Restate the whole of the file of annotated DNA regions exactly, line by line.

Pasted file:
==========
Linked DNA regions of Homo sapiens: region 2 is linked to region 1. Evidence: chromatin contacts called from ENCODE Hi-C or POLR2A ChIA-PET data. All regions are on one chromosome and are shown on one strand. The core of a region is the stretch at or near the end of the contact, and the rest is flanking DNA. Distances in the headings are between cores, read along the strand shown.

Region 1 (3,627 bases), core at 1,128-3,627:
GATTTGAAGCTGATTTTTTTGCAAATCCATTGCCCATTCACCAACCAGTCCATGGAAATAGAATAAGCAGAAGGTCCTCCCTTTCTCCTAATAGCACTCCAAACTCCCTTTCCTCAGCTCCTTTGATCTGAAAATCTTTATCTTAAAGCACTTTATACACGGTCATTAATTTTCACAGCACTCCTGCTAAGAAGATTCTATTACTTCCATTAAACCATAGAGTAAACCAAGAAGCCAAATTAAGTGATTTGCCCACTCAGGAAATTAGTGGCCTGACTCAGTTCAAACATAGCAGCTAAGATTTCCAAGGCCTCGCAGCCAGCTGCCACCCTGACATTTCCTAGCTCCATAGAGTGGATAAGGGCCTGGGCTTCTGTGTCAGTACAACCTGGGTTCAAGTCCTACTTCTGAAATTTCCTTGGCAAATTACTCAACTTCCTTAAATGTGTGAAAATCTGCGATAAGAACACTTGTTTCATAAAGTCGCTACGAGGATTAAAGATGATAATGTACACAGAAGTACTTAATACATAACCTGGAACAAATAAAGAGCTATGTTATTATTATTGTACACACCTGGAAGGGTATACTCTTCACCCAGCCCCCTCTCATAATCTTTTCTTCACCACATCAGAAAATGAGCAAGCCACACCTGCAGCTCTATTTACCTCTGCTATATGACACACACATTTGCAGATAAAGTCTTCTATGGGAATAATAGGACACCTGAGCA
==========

Linked DNA regions of Homo sapiens: region 2 is linked to region 1. Evidence: chromatin contacts called from ENCODE Hi-C or POLR2A ChIA-PET data. All regions are on one chromosome and are shown on one strand. The core of a region is the stretch at or near the end of the contact, and the rest is flanking DNA. Distances in the headings are between cores, read along the strand shown.

Region 1 (3,627 bases), core at 1,128-3,627:
GATTTGAAGCTGATTTTTTTGCAAATCCATTGCCCATTCACCAACCAGTCCATGGAAATAGAATAAGCAGAAGGTCCTCCCTTTCTCCTAATAGCACTCCAAACTCCCTTTCCTCAGCTCCTTTGATCTGAAAATCTTTATCTTAAAGCACTTTATACACGGTCATTAATTTTCACAGCACTCCTGCTAAGAAGATTCTATTACTTCCATTAAACCATAGAGTAAACCAAGAAGCCAAATTAAGTGATTTGCCCACTCAGGAAATTAGTGGCCTGACTCAGTTCAAACATAGCAGCTAAGATTTCCAAGGCCTCGCAGCCAGCTGCCACCCTGACATTTCCTAGCTCCATAGAGTGGATAAGGGCCTGGGCTTCTGTGTCAGTACAACCTGGGTTCAAGTCCTACTTCTGAAATTTCCTTGGCAAATTACTCAACTTCCTTAAATGTGTGAAAATCTGCGATAAGAACACTTGTTTCATAAAGTCGCTACGAGGATTAAAGATGATAATGTACACAGAAGTACTTAATACATAACCTGGAACAAATAAAGAGCTATGTTATTATTATTGTACACACCTGGAAGGGTATACTCTTCACCCAGCCCCCTCTCATAATCTTTTCTTCACCACATCAGAAAATGAGCAAGCCACACCTGCAGCTCTATTTACCTCTGCTATATGACACACACATTTGCAGATAAAGTCTTCTATGGGAATAATAGGACACCTGAGCA